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Will CPS Interview my Child During an Investigation?

by: Attorney Kristi Tyler

Once the Department of Family and Protective Services, Child Protective Services (CPS) begins an investigation of your family, know that the process typically begins with an interview of the child.

CPS will attempt to interview your child and may also interview other children living in the home. A CPS Investigator can interview any child who is a reported victim of abuse or neglect at any reasonable time or place, including the child’s home, school, or daycare. In some counties, children are taken to a Children’s Advocacy Center, which houses professionals who work with abused and neglected children in one facility. If no Children’s Advocacy Center is available, then the interview can take place elsewhere.

If an investigator requests permission to interview your child in your home, the investigator must, first, obtain your permission. If you decline permission, then CPS may try to get a court order to compel the interview. Know, however, that if your child is interviewed at school, the interview can happen without your consent. CPS cannot, however, interview the child at school after you have refused consent at home.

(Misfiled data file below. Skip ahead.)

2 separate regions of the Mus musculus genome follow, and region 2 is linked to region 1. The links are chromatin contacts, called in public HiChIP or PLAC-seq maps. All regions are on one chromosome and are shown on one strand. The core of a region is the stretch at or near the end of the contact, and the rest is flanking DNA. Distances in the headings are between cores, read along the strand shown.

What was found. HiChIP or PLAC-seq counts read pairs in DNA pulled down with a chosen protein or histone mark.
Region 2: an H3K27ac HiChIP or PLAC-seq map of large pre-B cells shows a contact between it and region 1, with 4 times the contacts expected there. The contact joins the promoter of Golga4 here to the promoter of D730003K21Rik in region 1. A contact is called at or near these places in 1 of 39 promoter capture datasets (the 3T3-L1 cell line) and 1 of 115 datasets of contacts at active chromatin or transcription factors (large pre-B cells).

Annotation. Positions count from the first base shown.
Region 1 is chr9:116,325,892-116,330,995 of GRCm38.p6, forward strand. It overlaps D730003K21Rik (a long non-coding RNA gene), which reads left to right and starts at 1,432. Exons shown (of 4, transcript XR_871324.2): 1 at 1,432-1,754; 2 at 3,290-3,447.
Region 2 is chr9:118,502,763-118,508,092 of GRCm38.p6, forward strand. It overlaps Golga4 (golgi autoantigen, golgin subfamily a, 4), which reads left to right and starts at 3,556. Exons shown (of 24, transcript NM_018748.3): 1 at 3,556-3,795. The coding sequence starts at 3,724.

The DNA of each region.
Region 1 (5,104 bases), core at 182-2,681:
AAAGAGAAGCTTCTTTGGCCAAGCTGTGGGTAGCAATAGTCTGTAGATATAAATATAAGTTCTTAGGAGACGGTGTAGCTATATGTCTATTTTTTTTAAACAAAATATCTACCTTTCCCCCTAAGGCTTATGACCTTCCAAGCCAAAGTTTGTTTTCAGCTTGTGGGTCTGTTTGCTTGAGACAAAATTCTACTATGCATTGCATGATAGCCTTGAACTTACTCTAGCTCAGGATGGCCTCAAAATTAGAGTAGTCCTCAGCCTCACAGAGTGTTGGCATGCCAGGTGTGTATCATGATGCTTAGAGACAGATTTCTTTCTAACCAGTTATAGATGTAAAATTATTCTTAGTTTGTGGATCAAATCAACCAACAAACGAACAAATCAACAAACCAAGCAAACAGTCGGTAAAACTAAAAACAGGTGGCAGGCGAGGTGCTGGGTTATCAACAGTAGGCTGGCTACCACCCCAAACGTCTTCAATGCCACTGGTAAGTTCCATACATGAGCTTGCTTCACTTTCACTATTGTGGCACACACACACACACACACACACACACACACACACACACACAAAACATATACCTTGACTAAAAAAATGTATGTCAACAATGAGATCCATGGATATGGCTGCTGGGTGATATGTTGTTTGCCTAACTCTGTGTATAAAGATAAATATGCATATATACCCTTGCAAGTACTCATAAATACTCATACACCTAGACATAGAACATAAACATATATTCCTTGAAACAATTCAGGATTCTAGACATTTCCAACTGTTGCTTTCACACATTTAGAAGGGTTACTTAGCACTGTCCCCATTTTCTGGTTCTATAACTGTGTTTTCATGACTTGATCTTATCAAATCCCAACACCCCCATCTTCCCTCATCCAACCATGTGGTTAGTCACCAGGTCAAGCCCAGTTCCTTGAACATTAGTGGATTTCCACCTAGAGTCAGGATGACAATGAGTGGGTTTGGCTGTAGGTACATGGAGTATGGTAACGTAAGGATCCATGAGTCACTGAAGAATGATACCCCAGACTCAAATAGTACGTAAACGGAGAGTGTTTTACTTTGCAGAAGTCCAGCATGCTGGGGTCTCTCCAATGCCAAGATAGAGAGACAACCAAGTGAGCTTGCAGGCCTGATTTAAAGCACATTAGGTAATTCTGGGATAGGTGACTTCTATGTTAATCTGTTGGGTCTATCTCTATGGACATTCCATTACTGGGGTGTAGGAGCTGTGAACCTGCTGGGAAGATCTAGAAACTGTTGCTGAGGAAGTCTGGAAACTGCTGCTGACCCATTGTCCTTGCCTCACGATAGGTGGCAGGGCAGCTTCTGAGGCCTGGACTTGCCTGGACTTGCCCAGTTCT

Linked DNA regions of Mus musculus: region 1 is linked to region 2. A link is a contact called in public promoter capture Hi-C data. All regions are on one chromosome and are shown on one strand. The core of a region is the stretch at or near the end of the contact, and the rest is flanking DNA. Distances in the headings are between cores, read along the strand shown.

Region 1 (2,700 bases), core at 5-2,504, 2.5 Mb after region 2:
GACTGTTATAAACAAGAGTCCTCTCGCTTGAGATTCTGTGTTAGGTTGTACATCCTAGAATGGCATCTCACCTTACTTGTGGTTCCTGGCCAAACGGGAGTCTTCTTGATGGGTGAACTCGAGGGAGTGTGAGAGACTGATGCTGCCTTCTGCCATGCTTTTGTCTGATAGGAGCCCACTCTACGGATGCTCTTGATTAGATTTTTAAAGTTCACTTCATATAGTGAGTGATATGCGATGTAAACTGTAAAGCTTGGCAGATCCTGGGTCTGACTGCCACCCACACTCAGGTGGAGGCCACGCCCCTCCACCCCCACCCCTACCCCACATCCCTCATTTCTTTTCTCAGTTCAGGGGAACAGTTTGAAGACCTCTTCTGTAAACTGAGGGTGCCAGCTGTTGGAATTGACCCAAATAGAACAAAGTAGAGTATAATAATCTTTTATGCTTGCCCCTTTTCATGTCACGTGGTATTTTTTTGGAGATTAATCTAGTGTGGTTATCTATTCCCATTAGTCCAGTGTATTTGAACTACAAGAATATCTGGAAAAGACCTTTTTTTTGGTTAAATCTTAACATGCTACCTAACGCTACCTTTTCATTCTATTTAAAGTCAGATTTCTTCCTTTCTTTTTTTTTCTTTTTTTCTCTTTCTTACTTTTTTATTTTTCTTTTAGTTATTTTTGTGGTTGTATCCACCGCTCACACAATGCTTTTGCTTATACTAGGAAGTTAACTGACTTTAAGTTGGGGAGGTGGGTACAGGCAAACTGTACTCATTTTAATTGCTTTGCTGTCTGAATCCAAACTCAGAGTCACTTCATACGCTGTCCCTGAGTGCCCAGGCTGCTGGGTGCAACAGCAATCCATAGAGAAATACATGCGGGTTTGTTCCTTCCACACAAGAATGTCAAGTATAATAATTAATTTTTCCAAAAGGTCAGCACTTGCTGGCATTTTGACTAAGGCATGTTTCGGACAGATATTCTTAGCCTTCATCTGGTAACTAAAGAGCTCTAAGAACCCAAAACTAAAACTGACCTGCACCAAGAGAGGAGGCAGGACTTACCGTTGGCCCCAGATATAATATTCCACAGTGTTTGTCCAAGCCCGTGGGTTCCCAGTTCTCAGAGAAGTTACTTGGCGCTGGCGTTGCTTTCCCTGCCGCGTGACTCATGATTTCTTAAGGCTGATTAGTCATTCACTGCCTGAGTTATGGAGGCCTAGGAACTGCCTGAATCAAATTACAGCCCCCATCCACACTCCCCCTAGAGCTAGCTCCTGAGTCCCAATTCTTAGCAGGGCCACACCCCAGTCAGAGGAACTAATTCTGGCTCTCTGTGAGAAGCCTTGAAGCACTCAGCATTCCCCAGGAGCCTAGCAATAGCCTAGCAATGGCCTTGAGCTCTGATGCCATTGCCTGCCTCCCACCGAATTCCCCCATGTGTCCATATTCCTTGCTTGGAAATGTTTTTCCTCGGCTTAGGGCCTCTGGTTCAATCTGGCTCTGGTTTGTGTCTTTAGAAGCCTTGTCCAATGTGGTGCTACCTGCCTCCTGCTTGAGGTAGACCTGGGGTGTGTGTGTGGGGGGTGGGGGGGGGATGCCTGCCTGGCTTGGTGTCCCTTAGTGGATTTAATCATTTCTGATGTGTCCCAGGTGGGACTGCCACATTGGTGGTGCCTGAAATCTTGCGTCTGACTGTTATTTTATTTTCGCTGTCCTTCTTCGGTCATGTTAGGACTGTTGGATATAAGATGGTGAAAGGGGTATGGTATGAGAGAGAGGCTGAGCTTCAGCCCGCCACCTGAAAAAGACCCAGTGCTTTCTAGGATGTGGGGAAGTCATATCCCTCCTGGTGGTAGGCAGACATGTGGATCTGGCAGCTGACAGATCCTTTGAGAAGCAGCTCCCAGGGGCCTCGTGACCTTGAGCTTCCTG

Once it occurs, the child’s interview will be recorded and should be conducted by someone with experience interviewing children. The investigator will try to determine whether the child was abused, the specific details of any abuse, whether the child feels safe now, and whether the child believes the abuse will happen again.
If available, a forensic interviewer may ask questions of the child. A forensic interviewer is an interviewer who gathers information for use in a legal setting, such as a court hearing. This interviewer should be asking open-ended questions from the child, not suggesting information.

If there are other children in your home, CPS may also conduct an interview of these children to ensure that no additional instances of abuse have occurred.

In addition to interviewing the children, CPS will also conduct interviews of others who may know about the situation, including anyone else living in the home, other family members, and those teachers, coaches, and other adults who expressed concern about the child’s welfare.

If CPS conducts an off-site interview with your child without your consent, CPS should notify you within 24 hours of your child’s interview. This notification should include information regarding the nature of the allegations.

During this time, CPS may also try to interview you in an attempt to obtain your explanation of any injuries or neglect that were reported. Keep in mind that you do not need to say anything. In some case, while cooperating may be beneficial, know that anything you say can be used against you in your CPS case, or in a criminal case, if one is filed based on the CPS Investigation. Now would be a good time to consult with an attorney who can advise you of your rights and walk you through this process.